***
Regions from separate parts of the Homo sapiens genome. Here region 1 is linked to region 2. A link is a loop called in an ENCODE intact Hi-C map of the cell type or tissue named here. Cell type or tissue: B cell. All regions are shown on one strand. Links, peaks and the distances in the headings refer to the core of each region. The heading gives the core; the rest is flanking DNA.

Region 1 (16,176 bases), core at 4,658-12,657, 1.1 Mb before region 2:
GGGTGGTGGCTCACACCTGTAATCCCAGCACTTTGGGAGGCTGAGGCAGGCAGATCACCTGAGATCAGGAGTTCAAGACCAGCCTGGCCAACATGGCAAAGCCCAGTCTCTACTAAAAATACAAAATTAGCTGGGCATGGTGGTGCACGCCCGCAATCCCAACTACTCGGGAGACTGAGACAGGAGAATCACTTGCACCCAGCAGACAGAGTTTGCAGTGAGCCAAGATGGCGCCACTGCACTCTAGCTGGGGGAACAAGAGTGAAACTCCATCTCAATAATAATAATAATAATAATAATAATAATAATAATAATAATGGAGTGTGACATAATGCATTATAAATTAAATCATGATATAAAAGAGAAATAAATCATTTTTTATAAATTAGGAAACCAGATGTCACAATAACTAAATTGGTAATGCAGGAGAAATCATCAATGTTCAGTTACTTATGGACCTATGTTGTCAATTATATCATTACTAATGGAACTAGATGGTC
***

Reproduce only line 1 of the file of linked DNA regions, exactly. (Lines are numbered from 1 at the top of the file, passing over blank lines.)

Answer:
Regions from separate parts of the Homo sapiens genome. Here region 1 is linked to region 2. A link is a loop called in an ENCODE intact Hi-C map of the cell type or tissue named here. Cell type or tissue: B cell. All regions are shown on one strand. Links, peaks and the distances in the headings refer to the core of each region. The heading gives the core; the rest is flanking DNA.